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Why Graduate Education is Good for YOU Reasons for Advancing beyond the BA/B 11/4/2013.

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Presentation on theme: "Why Graduate Education is Good for YOU Reasons for Advancing beyond the BA/B 11/4/2013."— Presentation transcript:

1 Why Graduate Education is Good for YOU Reasons for Advancing beyond the BA/B 11/4/2013

2 CONTENT-ORIENTED REASONS Sharper/deeper knowledge base in selected field. Greater skill development in researching/solving problems. Increased sophistication in articulating ideas (oral and written formats)

3 PERSONAL REASONS More mature on leaving graduate program. Greater self-knowledge: “who am I and what can I do?” Desire to conduct research to satisfy curiosity (a major criterion for engaging in research—answering “why?”).

4 INCOME REASONS Hiring Level Increases = $$ increases Masters degree - People with a master's degree earn $2.5 million: High School to Masters - Going from High school to a masters degree is worth $1.3 million dollars. Bachelors to Masters degree - A Masters is worth $400,000 in additional lifetime income.

5 Professional degree achelors_masters_doctorate.htm achelors_masters_doctorate.htm Those with MD or JD professional degrees (medicine, law) do best with an average of $4.4 million dollars in lifetime earnings: High school to Professional - Professionals can expect to earn $3.2 million dollars more than a High School graduate. Bachelors to Professional - Professional doctoral degree holders (MD, JD) earn $2.3 million dollars more than those with a Bachelors degree. Masters to Professional - Professional degree holders earn $1.9 million dollars more than an average Masters degree holder.

6 Doctoral degree - Persons with doctoral degrees earn an average of $3.4 million during their working life: High school to Doctoral - Doctorate earn a whopping $2.2 million dollars more than a High School graduate. Bachelors to Doctorate - Doctoral degrees earn $1.3 million dollars more than a Bachelors degree. Masters to Doctorate - Doctors earn $900 thousand more than a Masters degree holder.

7 Mean Annual Earnings by Level of Education [same source]

8 What about program “Level?” MA only institutions Focus is on YOU at graduate level MA/PhD institutions Attention is split between MA and PhD students PhD only institutions As with MA-only, focus is on YOU

9 For ‘academic/research oriented programs (producing new professors)—what have their student’s achieved? For “professional” programs – accredited? Student achievement? Financial Support? Which program is best?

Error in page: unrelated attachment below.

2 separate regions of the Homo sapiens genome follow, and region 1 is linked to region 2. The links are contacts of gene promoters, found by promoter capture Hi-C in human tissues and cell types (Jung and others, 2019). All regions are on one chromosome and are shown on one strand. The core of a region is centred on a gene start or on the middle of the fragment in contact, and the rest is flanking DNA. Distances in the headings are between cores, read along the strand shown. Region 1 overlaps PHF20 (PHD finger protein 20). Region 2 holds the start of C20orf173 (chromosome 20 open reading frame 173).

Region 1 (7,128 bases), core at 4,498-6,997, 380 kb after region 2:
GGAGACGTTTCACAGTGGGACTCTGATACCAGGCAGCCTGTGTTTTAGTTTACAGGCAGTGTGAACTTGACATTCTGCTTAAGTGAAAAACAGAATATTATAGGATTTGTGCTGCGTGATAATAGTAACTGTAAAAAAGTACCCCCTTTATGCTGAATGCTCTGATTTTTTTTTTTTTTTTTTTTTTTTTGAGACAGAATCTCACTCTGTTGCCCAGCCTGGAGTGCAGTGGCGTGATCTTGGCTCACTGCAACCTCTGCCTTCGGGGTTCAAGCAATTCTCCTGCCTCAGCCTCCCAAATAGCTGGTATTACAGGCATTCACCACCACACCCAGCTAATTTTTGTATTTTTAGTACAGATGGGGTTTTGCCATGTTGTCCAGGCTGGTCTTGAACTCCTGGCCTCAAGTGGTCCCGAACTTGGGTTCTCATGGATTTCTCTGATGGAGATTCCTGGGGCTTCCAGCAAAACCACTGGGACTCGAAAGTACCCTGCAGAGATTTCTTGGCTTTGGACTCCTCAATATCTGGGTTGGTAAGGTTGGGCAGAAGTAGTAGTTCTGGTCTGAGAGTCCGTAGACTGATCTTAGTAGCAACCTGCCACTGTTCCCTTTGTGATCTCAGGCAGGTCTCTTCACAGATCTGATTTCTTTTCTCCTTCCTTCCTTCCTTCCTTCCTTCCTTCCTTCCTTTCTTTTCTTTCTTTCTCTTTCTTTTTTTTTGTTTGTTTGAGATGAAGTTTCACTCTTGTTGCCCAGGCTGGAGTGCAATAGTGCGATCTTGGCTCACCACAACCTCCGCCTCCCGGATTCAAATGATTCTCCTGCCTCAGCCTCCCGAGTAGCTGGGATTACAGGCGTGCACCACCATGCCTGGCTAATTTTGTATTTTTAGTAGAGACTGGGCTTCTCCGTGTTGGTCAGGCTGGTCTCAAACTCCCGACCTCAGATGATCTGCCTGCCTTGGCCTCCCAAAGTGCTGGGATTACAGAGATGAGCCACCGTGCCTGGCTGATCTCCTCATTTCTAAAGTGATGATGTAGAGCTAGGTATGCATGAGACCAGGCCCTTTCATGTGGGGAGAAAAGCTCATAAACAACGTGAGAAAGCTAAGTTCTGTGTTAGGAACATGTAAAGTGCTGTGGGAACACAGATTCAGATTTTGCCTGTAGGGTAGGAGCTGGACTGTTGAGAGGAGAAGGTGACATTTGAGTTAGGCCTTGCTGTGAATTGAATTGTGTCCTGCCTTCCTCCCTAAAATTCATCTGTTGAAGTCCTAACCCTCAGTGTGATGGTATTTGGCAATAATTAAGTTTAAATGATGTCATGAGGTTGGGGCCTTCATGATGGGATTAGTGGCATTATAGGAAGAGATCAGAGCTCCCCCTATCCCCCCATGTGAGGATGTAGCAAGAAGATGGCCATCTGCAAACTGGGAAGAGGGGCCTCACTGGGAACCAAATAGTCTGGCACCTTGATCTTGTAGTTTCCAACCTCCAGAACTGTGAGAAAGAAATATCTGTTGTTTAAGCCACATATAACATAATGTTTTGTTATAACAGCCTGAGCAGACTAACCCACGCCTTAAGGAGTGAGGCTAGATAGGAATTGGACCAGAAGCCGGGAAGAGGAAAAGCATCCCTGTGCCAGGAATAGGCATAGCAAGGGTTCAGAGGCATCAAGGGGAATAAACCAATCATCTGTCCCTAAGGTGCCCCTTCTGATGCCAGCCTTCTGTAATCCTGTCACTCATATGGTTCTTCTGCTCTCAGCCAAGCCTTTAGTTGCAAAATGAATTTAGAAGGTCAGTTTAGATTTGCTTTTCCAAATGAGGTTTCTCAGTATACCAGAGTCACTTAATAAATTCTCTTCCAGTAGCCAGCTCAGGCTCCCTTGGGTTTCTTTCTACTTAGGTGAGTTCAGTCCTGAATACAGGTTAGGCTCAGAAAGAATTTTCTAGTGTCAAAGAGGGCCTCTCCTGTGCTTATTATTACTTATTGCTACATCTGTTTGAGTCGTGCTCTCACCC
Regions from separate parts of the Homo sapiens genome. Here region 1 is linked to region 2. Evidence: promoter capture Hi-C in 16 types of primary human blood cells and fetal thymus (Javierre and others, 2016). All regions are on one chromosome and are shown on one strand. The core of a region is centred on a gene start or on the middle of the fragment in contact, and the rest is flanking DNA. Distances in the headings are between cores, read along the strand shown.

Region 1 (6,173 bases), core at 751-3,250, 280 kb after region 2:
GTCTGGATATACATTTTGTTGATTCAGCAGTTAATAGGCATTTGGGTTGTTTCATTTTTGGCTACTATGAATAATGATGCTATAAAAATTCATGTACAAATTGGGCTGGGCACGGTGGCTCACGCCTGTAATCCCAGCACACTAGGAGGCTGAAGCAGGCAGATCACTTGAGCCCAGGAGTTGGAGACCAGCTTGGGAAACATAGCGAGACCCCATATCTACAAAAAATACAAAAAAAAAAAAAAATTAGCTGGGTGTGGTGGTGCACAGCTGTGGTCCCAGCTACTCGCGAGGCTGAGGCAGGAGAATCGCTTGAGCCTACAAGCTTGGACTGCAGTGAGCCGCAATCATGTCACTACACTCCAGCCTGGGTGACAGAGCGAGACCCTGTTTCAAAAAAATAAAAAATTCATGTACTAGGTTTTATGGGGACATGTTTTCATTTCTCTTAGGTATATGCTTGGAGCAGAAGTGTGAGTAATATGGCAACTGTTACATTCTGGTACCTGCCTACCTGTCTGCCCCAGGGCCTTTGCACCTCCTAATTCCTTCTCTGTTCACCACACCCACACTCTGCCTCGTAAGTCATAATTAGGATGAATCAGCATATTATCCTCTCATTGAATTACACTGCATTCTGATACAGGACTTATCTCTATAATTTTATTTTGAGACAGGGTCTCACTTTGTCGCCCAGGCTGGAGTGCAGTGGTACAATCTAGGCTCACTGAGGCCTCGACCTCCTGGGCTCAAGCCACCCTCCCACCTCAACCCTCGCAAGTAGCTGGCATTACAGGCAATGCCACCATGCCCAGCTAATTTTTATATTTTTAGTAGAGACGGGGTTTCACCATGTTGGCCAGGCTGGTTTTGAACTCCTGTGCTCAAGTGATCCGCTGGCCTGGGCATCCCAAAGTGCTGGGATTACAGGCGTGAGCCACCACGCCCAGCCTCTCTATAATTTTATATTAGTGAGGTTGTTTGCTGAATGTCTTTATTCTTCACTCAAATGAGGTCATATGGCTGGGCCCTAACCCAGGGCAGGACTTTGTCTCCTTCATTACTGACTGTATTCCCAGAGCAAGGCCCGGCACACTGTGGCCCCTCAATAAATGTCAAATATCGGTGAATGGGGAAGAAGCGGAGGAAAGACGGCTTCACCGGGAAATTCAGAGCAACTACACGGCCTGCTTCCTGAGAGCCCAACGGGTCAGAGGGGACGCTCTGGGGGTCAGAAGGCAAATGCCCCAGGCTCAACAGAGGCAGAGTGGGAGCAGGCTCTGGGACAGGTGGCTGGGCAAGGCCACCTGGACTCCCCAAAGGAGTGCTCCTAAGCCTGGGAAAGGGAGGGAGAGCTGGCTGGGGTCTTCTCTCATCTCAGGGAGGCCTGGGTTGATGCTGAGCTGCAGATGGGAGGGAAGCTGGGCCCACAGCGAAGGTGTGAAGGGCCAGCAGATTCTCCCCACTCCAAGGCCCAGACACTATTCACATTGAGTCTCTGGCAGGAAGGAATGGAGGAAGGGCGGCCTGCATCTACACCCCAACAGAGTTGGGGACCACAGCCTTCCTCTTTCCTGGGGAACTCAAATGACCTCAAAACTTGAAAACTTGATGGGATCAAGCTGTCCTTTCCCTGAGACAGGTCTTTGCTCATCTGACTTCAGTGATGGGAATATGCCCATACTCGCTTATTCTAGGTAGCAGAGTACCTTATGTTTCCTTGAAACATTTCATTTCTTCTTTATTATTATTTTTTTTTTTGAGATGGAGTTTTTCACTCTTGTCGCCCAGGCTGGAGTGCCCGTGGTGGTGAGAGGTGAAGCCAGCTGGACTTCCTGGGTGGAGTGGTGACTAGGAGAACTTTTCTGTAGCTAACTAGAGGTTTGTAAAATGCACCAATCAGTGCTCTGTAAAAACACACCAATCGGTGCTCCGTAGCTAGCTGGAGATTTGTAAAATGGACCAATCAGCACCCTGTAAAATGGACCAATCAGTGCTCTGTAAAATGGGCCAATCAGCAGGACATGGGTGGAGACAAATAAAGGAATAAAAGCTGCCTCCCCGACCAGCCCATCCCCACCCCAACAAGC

10 What Questions Should I Consider? Profiling Current Students-Who are they? Program’s Track Record—do students finish? Do Faculty/Program goals/interests mesh with mine?

11 Who Pays? Professional Programs: there are fewer opportunities for funding support, but some do exist. Academic/Research Programs: Teaching Assistantships Research Assistantships Adminstrative Assistantships This one cuts across Prof./Academic areas

12 Writing the personal statement Initial questions Who reads the personal statement? What are the readers looking for? Glimpse of personality – who you are What you’ve already done to prepare for grad school Curricular focus/interests – ideas, theories, scholars of interest

13 Fitting in – Your goals FIT – how do you see yourself contributing to a program? Do your goals mesh well with program strengths? Is there faculty research that fits your interests? Show you know which faculty are doing ‘x’ that interests you What do you want to become? A professor? Or ??

14 THEMATIC ISSUESI Program Reputation – ‘you have a nice faculty’ isn’t quite right for a statement – be specific/precise in noting program’s value Funding –Teaching assistantship – stipend + tuition; Research assistantship – stipend + tuition Administrative assistantship – stipend + tuition

15 Thematic issues II What are you willing/interested in doing re. funding? – Teaching: What experiences have you had re. teaching? What do most entering students teach? Research: What topics/areas are you most interested in working with/in? Admin – what special skills do you have that may help in an administrative role?

16 Thematic issues III Anomalies: dealing with constraints Poor academic record? Lower than expected GRE scores? Deal with issues in straightforward/open manner – explain general situation

17 Cautionary advice Over-selling yourself – do not overstate the case – forthright but not “effusive” excitement at the possibility of studying with ‘x’ scholar. Cuteness – do not be so creative as to seem “cute” Where – Small Rural Area, Big City – are you comfortable in either?

18 Caution 2 Proof read – then do it again Spell-check and grammar check are not reliable Use another reader to proof for you Pay attention to requirements re. packet – are there specific instructions as to length/format of personal statement?

19 Final advice Write in First Person – “I…..” Write in a clear precise style: “here is who I am” is what is to be communicated Avoid technical jargon or elegant/embellished prose Let research sample illustrate your knowledge of how to do research Bottom line: why are you interested in their program – communicate that interest in a style that is clear, precise, and well structured.


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